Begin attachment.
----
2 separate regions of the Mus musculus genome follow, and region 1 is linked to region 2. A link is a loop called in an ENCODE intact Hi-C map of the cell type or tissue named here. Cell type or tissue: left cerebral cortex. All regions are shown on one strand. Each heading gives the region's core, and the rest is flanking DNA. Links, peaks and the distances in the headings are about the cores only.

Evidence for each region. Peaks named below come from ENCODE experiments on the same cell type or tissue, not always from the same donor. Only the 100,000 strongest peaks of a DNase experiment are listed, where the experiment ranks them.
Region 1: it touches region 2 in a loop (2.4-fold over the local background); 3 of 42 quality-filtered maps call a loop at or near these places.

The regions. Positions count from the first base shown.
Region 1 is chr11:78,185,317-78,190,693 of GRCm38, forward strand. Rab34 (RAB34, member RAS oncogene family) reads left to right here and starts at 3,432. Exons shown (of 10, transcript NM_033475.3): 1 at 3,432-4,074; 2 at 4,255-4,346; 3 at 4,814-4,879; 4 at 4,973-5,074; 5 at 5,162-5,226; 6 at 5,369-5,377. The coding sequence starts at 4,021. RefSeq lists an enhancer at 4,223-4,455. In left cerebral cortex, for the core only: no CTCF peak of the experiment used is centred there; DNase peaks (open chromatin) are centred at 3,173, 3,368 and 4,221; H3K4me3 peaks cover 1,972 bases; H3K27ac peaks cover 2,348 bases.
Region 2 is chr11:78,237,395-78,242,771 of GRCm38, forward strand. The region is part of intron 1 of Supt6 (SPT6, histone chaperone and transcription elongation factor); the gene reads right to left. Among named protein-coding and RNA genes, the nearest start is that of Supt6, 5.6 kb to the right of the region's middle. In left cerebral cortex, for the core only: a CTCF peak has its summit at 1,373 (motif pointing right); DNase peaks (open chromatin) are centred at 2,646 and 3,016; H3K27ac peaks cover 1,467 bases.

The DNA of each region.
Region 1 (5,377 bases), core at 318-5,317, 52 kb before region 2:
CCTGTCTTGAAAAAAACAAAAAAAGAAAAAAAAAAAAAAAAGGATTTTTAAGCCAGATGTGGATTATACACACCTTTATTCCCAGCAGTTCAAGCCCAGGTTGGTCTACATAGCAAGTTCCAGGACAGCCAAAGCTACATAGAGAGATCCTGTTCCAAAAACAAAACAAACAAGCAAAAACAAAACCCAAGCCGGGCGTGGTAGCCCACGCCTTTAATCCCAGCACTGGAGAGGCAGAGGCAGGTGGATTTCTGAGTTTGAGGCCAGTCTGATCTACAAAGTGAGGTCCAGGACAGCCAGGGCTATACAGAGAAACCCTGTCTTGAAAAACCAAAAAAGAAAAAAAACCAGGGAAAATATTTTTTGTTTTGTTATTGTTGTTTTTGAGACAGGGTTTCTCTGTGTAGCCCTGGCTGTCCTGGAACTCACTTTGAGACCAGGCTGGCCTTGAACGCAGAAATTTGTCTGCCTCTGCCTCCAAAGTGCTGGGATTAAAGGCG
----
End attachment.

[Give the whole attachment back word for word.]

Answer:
2 separate regions of the Mus musculus genome follow, and region 1 is linked to region 2. A link is a loop called in an ENCODE intact Hi-C map of the cell type or tissue named here. Cell type or tissue: left cerebral cortex. All regions are shown on one strand. Each heading gives the region's core, and the rest is flanking DNA. Links, peaks and the distances in the headings are about the cores only.

Evidence for each region. Peaks named below come from ENCODE experiments on the same cell type or tissue, not always from the same donor. Only the 100,000 strongest peaks of a DNase experiment are listed, where the experiment ranks them.
Region 1: it touches region 2 in a loop (2.4-fold over the local background); 3 of 42 quality-filtered maps call a loop at or near these places.

The regions. Positions count from the first base shown.
Region 1 is chr11:78,185,317-78,190,693 of GRCm38, forward strand. Rab34 (RAB34, member RAS oncogene family) reads left to right here and starts at 3,432. Exons shown (of 10, transcript NM_033475.3): 1 at 3,432-4,074; 2 at 4,255-4,346; 3 at 4,814-4,879; 4 at 4,973-5,074; 5 at 5,162-5,226; 6 at 5,369-5,377. The coding sequence starts at 4,021. RefSeq lists an enhancer at 4,223-4,455. In left cerebral cortex, for the core only: no CTCF peak of the experiment used is centred there; DNase peaks (open chromatin) are centred at 3,173, 3,368 and 4,221; H3K4me3 peaks cover 1,972 bases; H3K27ac peaks cover 2,348 bases.
Region 2 is chr11:78,237,395-78,242,771 of GRCm38, forward strand. The region is part of intron 1 of Supt6 (SPT6, histone chaperone and transcription elongation factor); the gene reads right to left. Among named protein-coding and RNA genes, the nearest start is that of Supt6, 5.6 kb to the right of the region's middle. In left cerebral cortex, for the core only: a CTCF peak has its summit at 1,373 (motif pointing right); DNase peaks (open chromatin) are centred at 2,646 and 3,016; H3K27ac peaks cover 1,467 bases.

The DNA of each region.
Region 1 (5,377 bases), core at 318-5,317, 52 kb before region 2:
CCTGTCTTGAAAAAAACAAAAAAAGAAAAAAAAAAAAAAAAGGATTTTTAAGCCAGATGTGGATTATACACACCTTTATTCCCAGCAGTTCAAGCCCAGGTTGGTCTACATAGCAAGTTCCAGGACAGCCAAAGCTACATAGAGAGATCCTGTTCCAAAAACAAAACAAACAAGCAAAAACAAAACCCAAGCCGGGCGTGGTAGCCCACGCCTTTAATCCCAGCACTGGAGAGGCAGAGGCAGGTGGATTTCTGAGTTTGAGGCCAGTCTGATCTACAAAGTGAGGTCCAGGACAGCCAGGGCTATACAGAGAAACCCTGTCTTGAAAAACCAAAAAAGAAAAAAAACCAGGGAAAATATTTTTTGTTTTGTTATTGTTGTTTTTGAGACAGGGTTTCTCTGTGTAGCCCTGGCTGTCCTGGAACTCACTTTGAGACCAGGCTGGCCTTGAACGCAGAAATTTGTCTGCCTCTGCCTCCAAAGTGCTGGGATTAAAGGCG